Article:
It is in human nature to stick to the things that are nice and cozy – things that give us a fuzzy feeling and a sense comfort. These things tend to be rather pointless in the grand scheme of things and yet so… nice, which seems to be increasingly important to us. To find an explanation for this behaviour, we don’t have to look further than basic biology. Being conservative literally conserves energy for growth and reproduction, and is very efficient in stable conditions. When things are predictable, you don’t have to worry about what’s to come. Hence, from the evolutionary standpoint this makes all the sense – in fact it is a very common survival strategy elsewhere in nature too, for microbes for instance. It works, it really does, but only if the circumstances don’t change drastically. For a colony of microbes, heavy changes in the surrounding conditions tend to lead to an inevitable death. This is not me suggesting comparing ourselves to bacteria, but for what I’ve noticed, evolution and biology usually work in a very logical and efficient way. There are many lessons to be learned there!
Luckily, there is another survival strategy – adaptation. That is to be more aware of your surroundings, spending more energy but having the possibility to adjust accordingly. In the face of change conservatism does not work, and pretending otherwise, forcefully clinging on to what’s comfortable is only detrimental. We can’t make progress and have all the “good old stuff” at the same time. We need to adapt, we need to learn to let go of things, and we need to stop giving too much meaning to things in the first place. From my own experience I can say that this doesn’t mean living a joyless, miserable life, but the opposite! Moving out of your comfort zone in any way is the best thing you can do in your own development, which potentially helps you to truly find yourself and reasons to enjoy life. Letting go of things is a great example of a growth enabling step, and essentially it is what stepping out of the comfort zone is all about in general.
The world’s population is growing exponentially, and more and more people can afford a wealthy lifestyle. This planet just can’t afford to provide us all with everything. As things change we must make the hard decision either to make some temporary sacrifices in order to survive and keep making progress, or to face the fate of a species unable to adapt. Certain things just weigh us down and put unnecessary stress on the environment by feeding the trifle industries. These resources could be redirected to something advantageous!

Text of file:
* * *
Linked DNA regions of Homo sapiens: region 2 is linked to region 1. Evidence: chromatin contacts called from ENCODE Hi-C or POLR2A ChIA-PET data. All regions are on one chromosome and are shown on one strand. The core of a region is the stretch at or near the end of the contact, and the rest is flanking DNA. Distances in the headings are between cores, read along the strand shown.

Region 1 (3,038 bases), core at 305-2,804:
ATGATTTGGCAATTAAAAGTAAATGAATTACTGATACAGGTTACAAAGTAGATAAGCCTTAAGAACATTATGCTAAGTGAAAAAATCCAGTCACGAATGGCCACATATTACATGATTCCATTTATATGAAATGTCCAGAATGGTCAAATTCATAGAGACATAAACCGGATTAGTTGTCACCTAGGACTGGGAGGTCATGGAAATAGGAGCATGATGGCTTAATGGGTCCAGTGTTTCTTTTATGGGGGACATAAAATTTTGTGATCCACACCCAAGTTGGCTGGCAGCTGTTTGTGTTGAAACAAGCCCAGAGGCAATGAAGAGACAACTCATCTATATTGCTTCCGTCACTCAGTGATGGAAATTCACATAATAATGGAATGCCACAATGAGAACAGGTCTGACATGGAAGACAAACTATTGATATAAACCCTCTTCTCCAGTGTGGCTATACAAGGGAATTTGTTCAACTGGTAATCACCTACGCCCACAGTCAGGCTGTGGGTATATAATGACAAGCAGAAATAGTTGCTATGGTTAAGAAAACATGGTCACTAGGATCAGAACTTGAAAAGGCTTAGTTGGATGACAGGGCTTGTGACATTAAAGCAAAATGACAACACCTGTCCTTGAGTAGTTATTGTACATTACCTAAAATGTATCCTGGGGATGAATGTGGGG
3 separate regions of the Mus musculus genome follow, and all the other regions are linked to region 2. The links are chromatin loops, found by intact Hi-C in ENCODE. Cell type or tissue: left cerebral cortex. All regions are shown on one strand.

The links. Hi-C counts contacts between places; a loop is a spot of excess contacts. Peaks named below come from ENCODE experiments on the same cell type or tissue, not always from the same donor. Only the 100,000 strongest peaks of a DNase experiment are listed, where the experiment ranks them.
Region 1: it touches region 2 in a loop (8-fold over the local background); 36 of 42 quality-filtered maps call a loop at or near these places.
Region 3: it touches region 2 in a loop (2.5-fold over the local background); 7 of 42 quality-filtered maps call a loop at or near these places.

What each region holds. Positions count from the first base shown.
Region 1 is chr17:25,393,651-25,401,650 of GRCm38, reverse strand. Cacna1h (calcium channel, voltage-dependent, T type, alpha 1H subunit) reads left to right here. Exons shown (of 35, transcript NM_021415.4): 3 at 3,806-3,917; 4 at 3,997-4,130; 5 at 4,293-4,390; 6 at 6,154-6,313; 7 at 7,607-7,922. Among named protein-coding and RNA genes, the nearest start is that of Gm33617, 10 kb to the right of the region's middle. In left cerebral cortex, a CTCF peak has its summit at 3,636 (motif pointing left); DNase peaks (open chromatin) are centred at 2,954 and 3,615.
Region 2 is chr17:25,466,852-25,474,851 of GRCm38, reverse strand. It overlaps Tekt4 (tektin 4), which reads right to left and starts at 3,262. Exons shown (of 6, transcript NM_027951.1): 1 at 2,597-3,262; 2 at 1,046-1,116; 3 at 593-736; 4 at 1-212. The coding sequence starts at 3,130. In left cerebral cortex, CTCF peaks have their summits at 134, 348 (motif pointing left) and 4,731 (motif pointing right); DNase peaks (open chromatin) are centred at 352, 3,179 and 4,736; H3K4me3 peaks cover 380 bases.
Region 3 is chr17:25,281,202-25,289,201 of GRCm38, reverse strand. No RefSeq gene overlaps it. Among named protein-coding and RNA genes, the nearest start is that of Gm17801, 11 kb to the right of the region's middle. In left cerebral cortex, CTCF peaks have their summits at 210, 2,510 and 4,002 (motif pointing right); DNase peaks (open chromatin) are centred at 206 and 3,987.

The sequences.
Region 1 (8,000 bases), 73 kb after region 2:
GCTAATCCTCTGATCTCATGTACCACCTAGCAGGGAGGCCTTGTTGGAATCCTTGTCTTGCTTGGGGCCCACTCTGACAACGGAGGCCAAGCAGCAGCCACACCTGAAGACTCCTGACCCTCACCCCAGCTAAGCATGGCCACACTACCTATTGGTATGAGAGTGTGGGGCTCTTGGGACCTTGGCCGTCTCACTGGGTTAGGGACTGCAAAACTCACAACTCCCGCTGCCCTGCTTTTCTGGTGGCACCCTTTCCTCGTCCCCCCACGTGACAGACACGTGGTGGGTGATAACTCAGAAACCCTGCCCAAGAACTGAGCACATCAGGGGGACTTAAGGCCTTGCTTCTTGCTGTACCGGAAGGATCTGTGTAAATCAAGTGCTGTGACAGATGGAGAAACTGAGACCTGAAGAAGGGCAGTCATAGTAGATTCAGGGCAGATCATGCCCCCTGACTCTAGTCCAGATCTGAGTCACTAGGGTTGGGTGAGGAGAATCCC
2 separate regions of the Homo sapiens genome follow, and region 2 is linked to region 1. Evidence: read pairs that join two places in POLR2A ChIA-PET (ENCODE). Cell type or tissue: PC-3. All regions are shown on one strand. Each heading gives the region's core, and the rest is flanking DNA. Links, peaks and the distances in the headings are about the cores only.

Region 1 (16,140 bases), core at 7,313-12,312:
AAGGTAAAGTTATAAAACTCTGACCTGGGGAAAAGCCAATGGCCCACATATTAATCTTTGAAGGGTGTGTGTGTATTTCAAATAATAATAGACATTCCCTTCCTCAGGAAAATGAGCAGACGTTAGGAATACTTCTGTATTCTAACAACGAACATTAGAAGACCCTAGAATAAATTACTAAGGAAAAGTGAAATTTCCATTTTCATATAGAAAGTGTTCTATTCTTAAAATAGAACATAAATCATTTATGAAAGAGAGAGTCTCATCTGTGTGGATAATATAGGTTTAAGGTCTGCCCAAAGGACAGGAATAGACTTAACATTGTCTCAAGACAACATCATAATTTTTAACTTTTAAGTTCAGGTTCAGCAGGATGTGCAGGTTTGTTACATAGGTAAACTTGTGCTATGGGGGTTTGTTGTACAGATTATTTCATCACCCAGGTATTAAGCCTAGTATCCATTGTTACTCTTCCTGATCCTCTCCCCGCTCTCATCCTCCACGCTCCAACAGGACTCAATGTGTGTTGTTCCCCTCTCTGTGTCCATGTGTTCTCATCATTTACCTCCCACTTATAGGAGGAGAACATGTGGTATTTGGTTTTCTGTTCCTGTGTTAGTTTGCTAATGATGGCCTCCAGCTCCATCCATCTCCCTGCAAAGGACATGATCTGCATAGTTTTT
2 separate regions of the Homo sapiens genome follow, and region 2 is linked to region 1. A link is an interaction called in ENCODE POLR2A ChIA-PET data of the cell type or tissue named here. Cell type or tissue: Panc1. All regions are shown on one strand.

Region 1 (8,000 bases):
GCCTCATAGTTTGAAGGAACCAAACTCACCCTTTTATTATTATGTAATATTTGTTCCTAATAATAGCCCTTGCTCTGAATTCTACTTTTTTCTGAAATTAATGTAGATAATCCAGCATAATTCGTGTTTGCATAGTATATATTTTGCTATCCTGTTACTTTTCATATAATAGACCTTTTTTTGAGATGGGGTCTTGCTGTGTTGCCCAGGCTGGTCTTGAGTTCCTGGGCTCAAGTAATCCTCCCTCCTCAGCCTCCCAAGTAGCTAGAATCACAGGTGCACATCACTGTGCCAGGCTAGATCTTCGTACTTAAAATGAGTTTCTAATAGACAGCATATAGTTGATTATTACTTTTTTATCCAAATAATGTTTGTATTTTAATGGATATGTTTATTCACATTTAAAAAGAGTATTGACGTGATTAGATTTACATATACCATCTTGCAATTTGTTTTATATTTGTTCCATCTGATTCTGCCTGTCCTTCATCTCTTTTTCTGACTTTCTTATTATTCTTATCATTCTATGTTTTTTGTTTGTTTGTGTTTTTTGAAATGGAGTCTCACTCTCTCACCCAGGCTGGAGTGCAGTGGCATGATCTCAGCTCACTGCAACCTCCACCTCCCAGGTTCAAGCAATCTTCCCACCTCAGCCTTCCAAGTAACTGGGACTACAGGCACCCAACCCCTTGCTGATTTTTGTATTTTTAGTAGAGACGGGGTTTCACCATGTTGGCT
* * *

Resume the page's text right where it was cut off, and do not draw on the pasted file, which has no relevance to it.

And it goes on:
Culture and traditions – the biggest culprits in this game. Both of the words have positive connotations, and so are used to cover up for many things that aren’t worth keeping up or are straight up harmful. Last time I mentioned that a part of why culture and tradition are carried on so heavily, is our tendency to do what people around us are doing (which can of course be both good or bad). This could be said to be a kind of adaptation, as we adapt to the social environment, but when the social environment neglects the changes in the surrounding world… you get the point. *wink*
This is also one of the reasons why so many great empires that were thought to last forever fell at their time – simply by getting too comfortable. One might call our modern world the greatest empire yet, due to all kinds of unions and seemingly peaceful relations between most countries. It may seem impossible for it to fall, but for this exact reason it will. It’s up to us to make changes and to do our best living according to the circumstances.
When it comes to traditions, the ones in the western world may not feel as harmful or brutal as in Africa for instance. Mutilation of young girls’ genitalia is something that we can’t understand, but is still carried out because it is a part of the local culture – not to say this is universally accepted by locals either. However, examples of brutal traditions can be found in western cultures too, but the victims aren’t usually humans, so they often go overlooked. In Spain, bull fighting is a form of “entertainment” many people pay for, although fortunately it is slowly fading away and more people don’t accept it.
Furthermore, the horrors of industrial animal agriculture are kept going because so many of us contribute to it. This is seen as a tradition, or habit that we have been doing for a long time, even though the industrial methods have been commonly in use only for a brief moment in the span of our existence (which goes for pretty much all of the current traditions). And yet so many think this is how we’ve always been doing it. It was only after the World War II that the consumption skyrocketed, leading to the current eating habits, for which we are paying right now with our and the environment’s health (not to mention the animals!). Many actually recognise the consequences of high animal product consumption, but justification is found solely in it being a tradition, a habit and heritage – as if there’s no escape. There is!
So in order for us to keep making progress without jeopardising the future, there are plenty of traditions and cultural habits that need to be reconsidered. Each of us can make a difference by being critical, benefiting ourselves at the same time! Old traditions can always be replaced by new, more intentional ones.
Let me know what you think! Next time I’ll tackle quite a controversial topic, as I’ll talk about Christmas, which many of us find so very dear.